Stories About Chemistry
In studying the total solar eclipse of 1868 the English astronomer Lockyer and the French astronomer Janssen passed the blinding light of the solar corona through a spectroscope prism. In the dense palisade of spectral lines they observed some that could belong to none of the elements known on Earth. Thus was discovered helium, the name coming from the Greek for "solar." Only twenty-seven years later did the English physicist and chemist William Crookes discover helium on Earth.
His discovery proved contagious. Astronomers began to point their telescopes at distant stars and nebulae. Their findings were scrupulously published in astronomical yearbooks, and some even found their way into chemical journals. These were findings which treated of alleged discoveries of new elements in the boundless space of the universe. The elements were given pompous names such as coronium and nebulium, archonium and protofluorine. Apart from their names, chemists knew nothing about them. But bearing in mind the happy end of the helium story, they hurried to place these celestial strangers in the Periodic System. They put them before hydrogen or in the space between hydrogen and helium. And they cherished the hope that at some time in the future new Crookeses would prove coronium and its no less mysterious fellows to exist on Earth.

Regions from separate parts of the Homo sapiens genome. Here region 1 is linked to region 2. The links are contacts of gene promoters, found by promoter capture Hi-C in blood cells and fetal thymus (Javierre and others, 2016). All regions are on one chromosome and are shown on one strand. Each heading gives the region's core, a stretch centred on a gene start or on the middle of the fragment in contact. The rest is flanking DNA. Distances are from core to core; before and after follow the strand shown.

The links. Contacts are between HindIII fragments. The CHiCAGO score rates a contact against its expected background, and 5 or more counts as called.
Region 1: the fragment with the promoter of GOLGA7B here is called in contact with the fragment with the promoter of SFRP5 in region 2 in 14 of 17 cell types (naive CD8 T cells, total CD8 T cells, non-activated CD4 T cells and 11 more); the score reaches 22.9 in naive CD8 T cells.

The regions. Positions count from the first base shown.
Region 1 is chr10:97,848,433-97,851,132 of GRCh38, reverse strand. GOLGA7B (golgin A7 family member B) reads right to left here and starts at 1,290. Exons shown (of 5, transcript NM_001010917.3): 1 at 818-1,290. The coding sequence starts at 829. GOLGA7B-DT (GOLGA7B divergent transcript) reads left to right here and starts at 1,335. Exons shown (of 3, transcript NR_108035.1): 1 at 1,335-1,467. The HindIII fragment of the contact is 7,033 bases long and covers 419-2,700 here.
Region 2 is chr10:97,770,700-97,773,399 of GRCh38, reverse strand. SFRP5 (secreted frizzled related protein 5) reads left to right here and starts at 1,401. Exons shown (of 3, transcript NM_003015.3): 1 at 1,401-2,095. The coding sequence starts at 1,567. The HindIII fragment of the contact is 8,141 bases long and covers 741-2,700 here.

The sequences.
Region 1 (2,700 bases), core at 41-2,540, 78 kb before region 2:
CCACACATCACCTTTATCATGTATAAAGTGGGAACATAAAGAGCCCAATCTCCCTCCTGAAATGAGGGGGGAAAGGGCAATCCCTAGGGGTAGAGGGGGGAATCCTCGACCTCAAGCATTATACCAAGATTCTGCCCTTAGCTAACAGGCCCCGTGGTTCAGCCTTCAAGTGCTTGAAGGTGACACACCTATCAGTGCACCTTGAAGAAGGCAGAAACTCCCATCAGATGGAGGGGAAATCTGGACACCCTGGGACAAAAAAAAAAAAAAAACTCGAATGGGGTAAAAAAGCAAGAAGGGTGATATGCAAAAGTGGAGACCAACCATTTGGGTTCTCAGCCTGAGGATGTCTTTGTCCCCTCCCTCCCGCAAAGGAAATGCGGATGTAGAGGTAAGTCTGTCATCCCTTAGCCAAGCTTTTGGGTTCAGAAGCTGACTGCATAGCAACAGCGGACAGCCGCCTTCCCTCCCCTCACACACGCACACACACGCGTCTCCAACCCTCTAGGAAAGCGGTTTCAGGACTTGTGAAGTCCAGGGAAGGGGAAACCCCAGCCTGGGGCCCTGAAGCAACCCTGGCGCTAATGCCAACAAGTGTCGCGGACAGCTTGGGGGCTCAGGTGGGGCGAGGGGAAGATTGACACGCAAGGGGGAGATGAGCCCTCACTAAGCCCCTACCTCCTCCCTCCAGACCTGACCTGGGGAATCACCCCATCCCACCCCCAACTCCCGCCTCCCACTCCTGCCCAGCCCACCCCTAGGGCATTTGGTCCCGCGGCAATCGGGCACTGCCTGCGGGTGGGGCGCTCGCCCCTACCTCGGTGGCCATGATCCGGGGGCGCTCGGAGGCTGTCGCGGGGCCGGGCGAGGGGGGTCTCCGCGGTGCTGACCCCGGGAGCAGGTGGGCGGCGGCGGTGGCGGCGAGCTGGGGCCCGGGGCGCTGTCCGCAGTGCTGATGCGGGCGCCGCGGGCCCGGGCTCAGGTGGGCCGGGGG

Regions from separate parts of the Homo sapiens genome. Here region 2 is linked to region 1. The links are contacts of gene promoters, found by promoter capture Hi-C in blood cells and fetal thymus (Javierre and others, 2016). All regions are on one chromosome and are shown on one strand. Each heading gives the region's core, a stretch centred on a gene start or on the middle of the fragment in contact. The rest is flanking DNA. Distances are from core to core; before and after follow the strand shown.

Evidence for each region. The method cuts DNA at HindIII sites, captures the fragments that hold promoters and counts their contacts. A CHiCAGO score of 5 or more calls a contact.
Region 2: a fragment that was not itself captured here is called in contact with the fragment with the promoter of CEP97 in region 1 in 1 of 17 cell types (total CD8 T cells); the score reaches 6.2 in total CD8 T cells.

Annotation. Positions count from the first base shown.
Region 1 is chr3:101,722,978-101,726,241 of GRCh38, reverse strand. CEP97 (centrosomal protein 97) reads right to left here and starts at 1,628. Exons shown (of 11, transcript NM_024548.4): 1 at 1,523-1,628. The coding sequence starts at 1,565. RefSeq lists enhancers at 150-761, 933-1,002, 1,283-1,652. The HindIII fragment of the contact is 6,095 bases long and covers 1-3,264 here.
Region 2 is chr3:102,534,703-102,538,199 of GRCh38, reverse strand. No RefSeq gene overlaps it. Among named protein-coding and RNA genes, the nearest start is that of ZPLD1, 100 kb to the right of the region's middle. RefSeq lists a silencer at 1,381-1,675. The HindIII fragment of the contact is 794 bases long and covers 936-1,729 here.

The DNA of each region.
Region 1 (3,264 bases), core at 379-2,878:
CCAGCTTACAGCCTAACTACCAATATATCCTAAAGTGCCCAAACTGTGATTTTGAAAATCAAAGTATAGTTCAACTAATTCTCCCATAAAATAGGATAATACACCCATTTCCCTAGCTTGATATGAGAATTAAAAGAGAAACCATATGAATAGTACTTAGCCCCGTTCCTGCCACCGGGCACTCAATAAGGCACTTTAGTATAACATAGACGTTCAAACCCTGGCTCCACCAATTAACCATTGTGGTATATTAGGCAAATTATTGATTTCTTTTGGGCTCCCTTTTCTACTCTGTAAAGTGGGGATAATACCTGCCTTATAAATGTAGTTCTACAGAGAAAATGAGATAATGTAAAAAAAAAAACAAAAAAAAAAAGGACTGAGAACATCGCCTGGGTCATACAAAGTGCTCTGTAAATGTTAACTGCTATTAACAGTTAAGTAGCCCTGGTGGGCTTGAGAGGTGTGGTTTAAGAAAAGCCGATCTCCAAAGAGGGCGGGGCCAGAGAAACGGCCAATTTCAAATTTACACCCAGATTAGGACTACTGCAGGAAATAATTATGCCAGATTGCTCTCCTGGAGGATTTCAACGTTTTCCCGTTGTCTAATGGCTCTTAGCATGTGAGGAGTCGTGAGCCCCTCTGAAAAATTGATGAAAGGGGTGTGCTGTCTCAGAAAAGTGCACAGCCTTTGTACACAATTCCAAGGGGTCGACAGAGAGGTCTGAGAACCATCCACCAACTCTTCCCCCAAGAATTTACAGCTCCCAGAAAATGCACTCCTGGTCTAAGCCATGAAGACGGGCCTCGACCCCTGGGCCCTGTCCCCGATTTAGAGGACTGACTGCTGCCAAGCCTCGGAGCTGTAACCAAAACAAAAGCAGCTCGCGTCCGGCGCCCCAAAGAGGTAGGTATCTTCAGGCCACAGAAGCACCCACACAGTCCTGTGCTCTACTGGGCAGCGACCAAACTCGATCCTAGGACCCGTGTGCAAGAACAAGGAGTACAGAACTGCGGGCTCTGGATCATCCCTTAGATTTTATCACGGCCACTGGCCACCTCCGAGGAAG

But as soon as the physicists tackled the Periodic System these hopes were shattered. Atomic weights were found to be an unreliable footing for the Periodic Law. They were replaced in this function by the nuclear charge, or the atomic number of the element. In passing from element to element in the Periodic System this charge increases by one unit each time.
Time passed and more precise astronomic instruments scattered the myth of the mysterious nebulae. They turned out to be atoms of long known elements, atoms that had lost some of their electrons and therefore gave unfamiliar spectra. The "business cards" of the celestial strangers proved false.